Vin half-turned, giving the buildings and street around him a surreptitious sweep as he had several times already that last hour, seeing nothing as he had all the previous times. No signs of anything amiss, of strangers in town, of anyone following him. Nothing he could take to Chris. And yet the hairs on the back of his neck continued to prickle and rise, a warning he couldn't quite ignore.
He tied the flap of his wagon tight, casually swinging his mare's laig over one shoulder as he cast one last glance around. His strongest instinct was to get on his horse and ride out of there, face whatever trouble it was alone and out where he could see trouble coming from miles away. Instead, he turned from the wagon and headed determinedly up the street.
There had been a day, not even that long ago, when he would have followed that instinct, when instincts like those were all he lived by. They'd kept him alive more than once, and he trusted them. Then his eyes had met a stranger's across the street, and with a speed he never would have believed, he'd come to trust someone else as much as himself. He wasn't about to run out on Chris Larabee now, or lose faith in him.
Vin kept on walking, feeling the invisible eyes on the back of his head. And a pair of sharp blue eyes he knew well following him from the porch of the general store.
Chris was the one he really trusted and knew, his brother in many ways, but there were five others who he'd also gotten used to having at his back. Vin wasn't a man to lean easily on another, but the six other men who guarded Four Corners...well, they made it feel natural. Weren't many men who knew his secret and could not only be trusted with it, but stood by him, anyway. They'd rallied around him when the fake marshals had tried to take him away, Chris saving his life once again, ridden with him to find Eli Joe when they had nothing to gain for it themselves, then fought with him against Eli Joe's men. He was proud to ride with them, and call them his friends.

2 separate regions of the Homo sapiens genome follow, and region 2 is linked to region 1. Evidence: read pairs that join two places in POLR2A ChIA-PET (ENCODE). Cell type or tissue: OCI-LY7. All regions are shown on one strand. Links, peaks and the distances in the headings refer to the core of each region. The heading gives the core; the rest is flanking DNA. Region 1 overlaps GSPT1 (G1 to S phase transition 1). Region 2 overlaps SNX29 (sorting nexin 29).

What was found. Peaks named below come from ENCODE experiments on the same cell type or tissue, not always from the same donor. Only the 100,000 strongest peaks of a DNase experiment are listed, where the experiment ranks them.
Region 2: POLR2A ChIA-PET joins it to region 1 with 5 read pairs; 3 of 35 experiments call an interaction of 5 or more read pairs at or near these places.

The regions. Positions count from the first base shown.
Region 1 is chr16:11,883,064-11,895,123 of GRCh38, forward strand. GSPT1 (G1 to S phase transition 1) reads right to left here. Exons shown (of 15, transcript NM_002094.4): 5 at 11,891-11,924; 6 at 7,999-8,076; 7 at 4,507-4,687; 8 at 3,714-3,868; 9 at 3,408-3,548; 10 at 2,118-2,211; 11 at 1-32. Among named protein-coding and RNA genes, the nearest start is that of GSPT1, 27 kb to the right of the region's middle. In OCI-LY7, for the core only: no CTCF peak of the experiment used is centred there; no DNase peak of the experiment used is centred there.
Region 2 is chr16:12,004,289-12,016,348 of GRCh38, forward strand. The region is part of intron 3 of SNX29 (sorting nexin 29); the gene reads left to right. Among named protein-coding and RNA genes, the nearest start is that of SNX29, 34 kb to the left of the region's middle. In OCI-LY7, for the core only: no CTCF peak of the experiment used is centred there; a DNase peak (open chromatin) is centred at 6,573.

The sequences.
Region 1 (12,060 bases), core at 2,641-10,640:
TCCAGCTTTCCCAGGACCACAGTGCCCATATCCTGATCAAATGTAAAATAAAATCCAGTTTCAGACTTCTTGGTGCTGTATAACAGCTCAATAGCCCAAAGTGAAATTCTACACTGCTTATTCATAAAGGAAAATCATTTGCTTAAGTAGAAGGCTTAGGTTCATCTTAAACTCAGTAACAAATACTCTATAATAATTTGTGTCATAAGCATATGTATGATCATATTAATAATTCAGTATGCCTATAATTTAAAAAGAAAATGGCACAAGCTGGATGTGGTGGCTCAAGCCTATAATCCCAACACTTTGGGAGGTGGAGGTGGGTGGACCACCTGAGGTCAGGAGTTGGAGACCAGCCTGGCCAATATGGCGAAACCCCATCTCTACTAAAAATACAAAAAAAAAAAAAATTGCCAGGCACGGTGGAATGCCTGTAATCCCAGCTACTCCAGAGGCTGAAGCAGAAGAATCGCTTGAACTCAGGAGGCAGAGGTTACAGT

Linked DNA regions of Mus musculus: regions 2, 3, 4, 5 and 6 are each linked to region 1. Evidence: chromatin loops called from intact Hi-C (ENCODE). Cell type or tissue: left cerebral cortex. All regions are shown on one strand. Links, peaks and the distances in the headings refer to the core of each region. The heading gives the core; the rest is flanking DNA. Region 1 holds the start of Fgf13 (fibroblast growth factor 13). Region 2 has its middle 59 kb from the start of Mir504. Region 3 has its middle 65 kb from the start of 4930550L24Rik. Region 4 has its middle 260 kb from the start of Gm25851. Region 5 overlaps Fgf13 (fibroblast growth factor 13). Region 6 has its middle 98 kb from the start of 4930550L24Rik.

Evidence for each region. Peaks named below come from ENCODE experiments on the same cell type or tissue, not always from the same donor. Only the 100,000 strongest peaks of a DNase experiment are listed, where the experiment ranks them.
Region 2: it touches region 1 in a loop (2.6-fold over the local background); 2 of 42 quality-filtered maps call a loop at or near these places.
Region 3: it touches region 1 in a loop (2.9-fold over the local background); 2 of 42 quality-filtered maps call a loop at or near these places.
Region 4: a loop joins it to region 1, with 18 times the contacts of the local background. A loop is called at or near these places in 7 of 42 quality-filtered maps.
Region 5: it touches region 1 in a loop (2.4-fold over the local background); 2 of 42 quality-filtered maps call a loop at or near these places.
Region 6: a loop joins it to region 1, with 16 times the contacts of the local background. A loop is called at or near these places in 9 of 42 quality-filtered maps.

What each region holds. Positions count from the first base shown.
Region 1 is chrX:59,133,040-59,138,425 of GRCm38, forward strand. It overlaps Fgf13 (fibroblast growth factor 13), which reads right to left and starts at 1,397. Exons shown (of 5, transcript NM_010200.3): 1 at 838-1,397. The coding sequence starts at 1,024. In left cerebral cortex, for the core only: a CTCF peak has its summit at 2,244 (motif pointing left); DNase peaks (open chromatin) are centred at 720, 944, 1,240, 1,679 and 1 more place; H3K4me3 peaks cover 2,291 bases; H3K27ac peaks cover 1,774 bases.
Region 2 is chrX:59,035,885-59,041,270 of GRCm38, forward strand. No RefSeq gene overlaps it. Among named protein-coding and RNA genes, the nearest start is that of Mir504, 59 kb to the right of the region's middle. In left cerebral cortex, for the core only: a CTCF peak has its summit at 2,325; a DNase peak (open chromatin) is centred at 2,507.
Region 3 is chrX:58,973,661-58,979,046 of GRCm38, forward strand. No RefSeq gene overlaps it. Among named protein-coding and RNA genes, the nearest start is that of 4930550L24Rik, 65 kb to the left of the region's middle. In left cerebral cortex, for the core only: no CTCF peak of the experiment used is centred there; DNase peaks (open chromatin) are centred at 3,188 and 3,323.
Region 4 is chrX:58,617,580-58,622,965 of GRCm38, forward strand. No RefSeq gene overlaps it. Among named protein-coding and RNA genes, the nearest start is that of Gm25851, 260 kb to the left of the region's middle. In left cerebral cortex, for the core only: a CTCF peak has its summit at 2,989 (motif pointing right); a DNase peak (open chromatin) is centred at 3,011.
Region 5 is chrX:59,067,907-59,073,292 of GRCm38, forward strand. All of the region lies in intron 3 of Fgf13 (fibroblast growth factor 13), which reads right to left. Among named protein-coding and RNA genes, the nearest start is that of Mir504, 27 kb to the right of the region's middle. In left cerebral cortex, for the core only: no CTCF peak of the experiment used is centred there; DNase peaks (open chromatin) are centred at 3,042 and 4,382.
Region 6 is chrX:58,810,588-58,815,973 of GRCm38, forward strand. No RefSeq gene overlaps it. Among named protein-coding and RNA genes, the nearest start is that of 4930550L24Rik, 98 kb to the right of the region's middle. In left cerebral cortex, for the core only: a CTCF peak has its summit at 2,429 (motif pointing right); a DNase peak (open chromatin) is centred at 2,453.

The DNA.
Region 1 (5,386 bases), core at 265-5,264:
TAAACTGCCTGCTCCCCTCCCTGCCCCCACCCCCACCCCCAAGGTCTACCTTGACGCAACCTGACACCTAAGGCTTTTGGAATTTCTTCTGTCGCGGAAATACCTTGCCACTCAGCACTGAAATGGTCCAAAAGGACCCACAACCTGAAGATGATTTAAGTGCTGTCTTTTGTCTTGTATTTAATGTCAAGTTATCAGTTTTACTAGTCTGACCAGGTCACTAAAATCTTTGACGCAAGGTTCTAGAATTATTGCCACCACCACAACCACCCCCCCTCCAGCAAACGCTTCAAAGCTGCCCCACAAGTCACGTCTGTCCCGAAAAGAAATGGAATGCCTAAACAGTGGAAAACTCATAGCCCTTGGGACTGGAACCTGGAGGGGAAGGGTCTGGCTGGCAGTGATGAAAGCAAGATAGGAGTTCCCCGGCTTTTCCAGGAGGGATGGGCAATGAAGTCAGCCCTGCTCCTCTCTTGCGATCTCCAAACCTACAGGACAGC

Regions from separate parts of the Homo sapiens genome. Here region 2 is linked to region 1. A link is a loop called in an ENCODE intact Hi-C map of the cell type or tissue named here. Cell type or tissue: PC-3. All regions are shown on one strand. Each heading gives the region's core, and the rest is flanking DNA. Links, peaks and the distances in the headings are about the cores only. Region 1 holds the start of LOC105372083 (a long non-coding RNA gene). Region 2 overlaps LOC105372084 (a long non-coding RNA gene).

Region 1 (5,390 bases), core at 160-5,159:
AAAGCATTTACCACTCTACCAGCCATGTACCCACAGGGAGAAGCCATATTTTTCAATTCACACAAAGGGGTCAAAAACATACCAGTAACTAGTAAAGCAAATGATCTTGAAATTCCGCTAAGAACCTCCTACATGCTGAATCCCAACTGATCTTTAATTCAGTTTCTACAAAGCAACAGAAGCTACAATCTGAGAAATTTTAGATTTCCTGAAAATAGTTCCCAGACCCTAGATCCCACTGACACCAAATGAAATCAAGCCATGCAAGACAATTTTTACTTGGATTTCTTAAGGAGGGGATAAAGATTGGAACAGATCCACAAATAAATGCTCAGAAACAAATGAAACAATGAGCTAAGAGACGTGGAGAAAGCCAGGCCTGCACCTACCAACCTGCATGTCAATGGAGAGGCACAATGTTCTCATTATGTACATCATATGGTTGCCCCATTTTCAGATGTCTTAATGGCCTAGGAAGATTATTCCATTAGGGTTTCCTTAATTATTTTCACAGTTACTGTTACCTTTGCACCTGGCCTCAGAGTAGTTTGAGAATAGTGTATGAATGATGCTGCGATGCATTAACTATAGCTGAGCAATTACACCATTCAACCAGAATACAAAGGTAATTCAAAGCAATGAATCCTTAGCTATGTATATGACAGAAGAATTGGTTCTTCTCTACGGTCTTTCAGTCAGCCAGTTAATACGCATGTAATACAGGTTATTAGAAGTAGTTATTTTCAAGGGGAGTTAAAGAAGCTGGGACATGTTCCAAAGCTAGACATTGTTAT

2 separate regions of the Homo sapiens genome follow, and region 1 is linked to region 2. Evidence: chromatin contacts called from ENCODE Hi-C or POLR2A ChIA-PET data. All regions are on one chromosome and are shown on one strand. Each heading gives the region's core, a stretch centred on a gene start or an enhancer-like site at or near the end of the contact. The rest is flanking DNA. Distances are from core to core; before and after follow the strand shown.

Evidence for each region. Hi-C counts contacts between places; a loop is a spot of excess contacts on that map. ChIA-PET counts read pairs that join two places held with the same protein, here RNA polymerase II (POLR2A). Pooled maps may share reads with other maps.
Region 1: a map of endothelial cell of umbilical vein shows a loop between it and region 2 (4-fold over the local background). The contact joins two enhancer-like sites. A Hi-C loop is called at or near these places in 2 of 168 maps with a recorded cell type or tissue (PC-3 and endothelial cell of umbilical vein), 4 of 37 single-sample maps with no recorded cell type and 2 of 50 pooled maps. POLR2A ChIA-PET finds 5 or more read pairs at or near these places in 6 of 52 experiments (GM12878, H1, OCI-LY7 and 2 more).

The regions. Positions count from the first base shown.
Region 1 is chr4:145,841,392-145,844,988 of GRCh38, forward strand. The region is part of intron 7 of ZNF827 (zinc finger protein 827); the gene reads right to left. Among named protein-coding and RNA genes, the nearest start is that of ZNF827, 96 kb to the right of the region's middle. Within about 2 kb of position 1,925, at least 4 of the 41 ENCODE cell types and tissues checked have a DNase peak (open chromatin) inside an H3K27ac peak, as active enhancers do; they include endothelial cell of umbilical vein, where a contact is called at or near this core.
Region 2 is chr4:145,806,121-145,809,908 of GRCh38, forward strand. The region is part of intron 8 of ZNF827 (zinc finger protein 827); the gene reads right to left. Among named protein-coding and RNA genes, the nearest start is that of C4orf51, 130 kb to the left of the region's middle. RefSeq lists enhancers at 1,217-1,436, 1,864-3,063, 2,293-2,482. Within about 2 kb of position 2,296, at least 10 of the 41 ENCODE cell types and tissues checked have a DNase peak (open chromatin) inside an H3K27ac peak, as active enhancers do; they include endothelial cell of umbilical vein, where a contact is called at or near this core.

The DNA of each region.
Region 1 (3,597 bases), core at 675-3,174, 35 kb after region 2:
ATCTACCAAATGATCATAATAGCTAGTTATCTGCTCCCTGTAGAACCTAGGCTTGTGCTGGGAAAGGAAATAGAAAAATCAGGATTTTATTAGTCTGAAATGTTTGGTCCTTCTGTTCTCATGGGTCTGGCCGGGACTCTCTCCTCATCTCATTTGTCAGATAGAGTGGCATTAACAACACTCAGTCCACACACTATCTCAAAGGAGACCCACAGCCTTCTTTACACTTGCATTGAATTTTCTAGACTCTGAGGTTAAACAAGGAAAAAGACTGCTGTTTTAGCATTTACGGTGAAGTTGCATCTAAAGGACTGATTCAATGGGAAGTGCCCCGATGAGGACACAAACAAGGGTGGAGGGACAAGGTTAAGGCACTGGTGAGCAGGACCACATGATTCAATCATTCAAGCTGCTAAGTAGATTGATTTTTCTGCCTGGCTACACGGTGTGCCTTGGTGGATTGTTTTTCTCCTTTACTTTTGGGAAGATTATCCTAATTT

And was more relieved than he could say to, at least for a while, stop looking over his shoulder and rest somewhere. The wanderlust in Vin Tanner was born of need and not knowing anything else, not innate restlessness. Shaking the dust from his boots for a while felt kinda nice.
Deep down, however, he knew life flowed on, that word of his being there would eventually get out. The reward on his head was no small sum and would attract all sorts of bounty hunters, no way around it. One day he'd have to move on, or he'd be buried in Four Corners.
Was it that day?
He passed the General Store, Chris still watching him, but the unease that crawled up and down his back didn't come from his friend's attention. Someone, somewhere out there, meant him harm.
Vin's footsteps never faltered as he made his way past the saloon, then the bathhouse. Soon, he'd run out of town. As if he'd been planning it all along, he angled his path so that he was headed now toward the alley between the bathhouse and the building next to it, his movements still as unconcerned as if he were on an afternoon stroll instead of heading into some sort of showdown.
The alley was wide enough for several men to stand side-by-side in it, and the walls on either side high enough that it felt enclosed, private. Stifling, actually, but Vin channeled the unease into focused readiness, one finger hooked casually in the trigger guard of the shotgun. It was the perfect place for an ambush, if someone was looking to spring one on him.